Honestly, prior to his speech, I also supposed they were uniquely incurable.  Creepy, dark, victimizing sexual urges just couldn’t be rooted out of a person’s psychology.

Of course, such thinking exemplifies the American kick-out mentality at its most complete.  It’s my core business to work toward embracing “bad” people, especially bad kids, as integral members of their communities.  But I’d never looked twice at my assumption that sex offenders couldn’t be in the mainstream.

Wilson says, “It’s our kneejerk reaction to lock ‘em up.  These guys — 95% are men — come from the community.  We remove them.  Then when they go back, there is no community.  They were never integrated in the first place.”  So we put them in prison, which is itself sexually horrible.  The Courts assure us, with proof, that people in prison really are bad, so prison rape ignites surprisingly little outrage.  In any case, no one learns community-appropriate skills in a prison.  Indeed, I think prison is itself a mental illness.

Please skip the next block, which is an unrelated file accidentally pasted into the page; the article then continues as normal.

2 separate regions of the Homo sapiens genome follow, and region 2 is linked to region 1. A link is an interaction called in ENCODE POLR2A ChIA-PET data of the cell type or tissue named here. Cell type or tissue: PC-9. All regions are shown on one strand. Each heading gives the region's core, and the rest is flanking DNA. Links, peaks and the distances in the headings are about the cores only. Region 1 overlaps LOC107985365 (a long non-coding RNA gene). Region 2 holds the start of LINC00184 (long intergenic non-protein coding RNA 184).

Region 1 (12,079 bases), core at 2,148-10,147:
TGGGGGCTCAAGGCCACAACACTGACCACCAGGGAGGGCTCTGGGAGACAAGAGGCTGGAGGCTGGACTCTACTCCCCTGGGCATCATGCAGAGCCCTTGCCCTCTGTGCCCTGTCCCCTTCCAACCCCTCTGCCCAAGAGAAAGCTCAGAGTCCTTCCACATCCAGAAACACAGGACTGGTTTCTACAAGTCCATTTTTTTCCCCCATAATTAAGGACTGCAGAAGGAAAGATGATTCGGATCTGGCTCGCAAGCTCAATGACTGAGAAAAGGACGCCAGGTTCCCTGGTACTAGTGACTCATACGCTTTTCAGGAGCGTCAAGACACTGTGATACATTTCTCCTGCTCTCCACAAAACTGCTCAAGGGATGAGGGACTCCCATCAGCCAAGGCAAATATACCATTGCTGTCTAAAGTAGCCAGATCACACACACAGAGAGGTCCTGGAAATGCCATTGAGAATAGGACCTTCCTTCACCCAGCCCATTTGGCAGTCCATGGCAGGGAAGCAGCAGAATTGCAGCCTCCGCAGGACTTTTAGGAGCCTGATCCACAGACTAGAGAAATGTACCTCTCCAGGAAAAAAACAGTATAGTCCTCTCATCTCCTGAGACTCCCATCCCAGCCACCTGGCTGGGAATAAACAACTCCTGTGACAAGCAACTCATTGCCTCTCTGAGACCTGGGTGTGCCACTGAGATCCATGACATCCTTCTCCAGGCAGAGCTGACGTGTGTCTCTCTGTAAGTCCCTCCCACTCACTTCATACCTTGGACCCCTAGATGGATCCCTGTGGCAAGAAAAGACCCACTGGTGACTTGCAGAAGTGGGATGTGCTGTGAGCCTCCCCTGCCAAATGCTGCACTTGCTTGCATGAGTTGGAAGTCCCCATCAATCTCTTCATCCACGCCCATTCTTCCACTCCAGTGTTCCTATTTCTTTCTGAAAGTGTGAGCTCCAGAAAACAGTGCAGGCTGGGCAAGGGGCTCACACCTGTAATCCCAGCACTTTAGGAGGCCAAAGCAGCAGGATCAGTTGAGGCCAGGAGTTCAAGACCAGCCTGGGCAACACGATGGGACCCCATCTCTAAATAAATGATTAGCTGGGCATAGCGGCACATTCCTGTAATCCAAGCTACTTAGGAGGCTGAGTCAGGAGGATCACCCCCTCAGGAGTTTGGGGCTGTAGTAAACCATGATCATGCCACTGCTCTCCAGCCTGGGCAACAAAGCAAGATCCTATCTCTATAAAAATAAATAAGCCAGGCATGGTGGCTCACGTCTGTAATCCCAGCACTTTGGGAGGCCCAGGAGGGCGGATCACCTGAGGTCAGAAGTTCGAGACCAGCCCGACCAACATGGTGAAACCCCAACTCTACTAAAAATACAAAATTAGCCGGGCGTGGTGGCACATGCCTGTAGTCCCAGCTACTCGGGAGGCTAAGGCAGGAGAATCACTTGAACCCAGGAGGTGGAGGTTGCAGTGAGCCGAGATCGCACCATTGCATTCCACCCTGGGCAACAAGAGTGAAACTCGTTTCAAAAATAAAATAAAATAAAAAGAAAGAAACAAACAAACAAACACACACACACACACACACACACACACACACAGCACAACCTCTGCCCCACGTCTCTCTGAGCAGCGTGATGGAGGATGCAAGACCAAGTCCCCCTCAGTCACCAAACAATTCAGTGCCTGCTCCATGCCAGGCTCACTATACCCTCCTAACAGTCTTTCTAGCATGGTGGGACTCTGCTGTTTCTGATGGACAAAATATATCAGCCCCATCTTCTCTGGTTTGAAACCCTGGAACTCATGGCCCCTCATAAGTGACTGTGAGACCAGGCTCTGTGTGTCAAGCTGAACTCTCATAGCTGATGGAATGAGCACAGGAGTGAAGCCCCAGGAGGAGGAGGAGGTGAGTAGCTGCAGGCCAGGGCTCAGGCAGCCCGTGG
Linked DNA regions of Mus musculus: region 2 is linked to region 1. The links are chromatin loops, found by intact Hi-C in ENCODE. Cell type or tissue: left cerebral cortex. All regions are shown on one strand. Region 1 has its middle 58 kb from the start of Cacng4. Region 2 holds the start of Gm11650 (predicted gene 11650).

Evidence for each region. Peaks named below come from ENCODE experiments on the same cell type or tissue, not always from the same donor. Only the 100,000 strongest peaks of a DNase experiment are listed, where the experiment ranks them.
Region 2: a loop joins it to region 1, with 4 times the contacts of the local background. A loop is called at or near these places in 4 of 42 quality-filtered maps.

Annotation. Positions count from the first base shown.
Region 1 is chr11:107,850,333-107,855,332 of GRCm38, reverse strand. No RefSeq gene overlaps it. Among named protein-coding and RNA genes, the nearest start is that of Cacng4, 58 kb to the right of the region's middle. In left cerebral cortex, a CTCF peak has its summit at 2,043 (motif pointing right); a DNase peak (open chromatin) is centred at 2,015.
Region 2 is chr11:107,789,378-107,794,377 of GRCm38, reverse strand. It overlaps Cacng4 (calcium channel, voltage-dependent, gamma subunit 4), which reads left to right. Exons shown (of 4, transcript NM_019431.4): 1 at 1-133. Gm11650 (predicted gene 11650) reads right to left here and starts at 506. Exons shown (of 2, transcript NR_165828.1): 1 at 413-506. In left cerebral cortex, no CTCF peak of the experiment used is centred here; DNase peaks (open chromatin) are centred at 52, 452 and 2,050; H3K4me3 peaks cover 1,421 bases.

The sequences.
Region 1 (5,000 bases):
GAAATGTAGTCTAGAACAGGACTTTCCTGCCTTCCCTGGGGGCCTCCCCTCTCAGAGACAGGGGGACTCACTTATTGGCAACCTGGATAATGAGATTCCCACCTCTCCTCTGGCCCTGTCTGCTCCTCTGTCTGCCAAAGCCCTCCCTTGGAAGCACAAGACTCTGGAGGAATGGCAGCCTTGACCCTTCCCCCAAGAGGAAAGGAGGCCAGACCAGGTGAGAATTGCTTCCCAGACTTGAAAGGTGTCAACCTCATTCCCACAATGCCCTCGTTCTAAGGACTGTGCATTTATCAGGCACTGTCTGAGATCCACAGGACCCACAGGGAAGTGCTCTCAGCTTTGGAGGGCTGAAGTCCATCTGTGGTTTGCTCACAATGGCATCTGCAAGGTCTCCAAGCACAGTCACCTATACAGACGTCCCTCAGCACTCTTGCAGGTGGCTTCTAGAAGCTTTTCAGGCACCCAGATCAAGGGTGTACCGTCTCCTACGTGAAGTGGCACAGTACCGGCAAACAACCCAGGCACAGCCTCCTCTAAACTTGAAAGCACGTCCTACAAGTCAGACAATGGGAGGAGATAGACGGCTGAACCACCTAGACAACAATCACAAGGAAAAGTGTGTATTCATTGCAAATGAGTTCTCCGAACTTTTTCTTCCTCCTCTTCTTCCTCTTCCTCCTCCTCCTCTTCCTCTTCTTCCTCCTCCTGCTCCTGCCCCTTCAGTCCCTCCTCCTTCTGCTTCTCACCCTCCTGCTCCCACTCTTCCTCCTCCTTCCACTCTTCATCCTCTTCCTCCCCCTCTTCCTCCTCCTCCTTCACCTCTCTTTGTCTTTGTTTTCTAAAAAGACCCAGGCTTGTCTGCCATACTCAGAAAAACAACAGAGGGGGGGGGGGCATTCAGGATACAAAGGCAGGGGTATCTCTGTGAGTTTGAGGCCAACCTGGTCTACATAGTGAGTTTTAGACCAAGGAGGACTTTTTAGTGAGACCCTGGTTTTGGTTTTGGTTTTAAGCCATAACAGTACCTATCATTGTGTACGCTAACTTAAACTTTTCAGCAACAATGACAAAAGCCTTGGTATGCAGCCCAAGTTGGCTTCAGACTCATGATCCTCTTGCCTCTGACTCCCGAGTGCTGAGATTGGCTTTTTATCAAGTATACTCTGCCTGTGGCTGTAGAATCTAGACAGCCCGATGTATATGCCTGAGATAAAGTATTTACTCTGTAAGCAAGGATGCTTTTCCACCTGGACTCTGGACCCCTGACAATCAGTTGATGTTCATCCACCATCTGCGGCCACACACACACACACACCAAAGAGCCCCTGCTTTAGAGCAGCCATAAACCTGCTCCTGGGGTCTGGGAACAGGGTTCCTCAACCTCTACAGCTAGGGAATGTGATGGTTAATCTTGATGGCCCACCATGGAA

So instead of helping to integrate these men into a healthy community, we further isolate and stigmatize them.  Laws, policies, and regulations make life nearly impossible for convicted sex offenders — finding housing, work, dignity.

And then they reoffend.  They want connection, but got seriously off track trying to get it.  Early treatment options — like electro-shocking their penises when they see pictures of children — didn’t work.  Those barbaric efforts, back in the 1970s, were the beginning of the “nothing works” movement.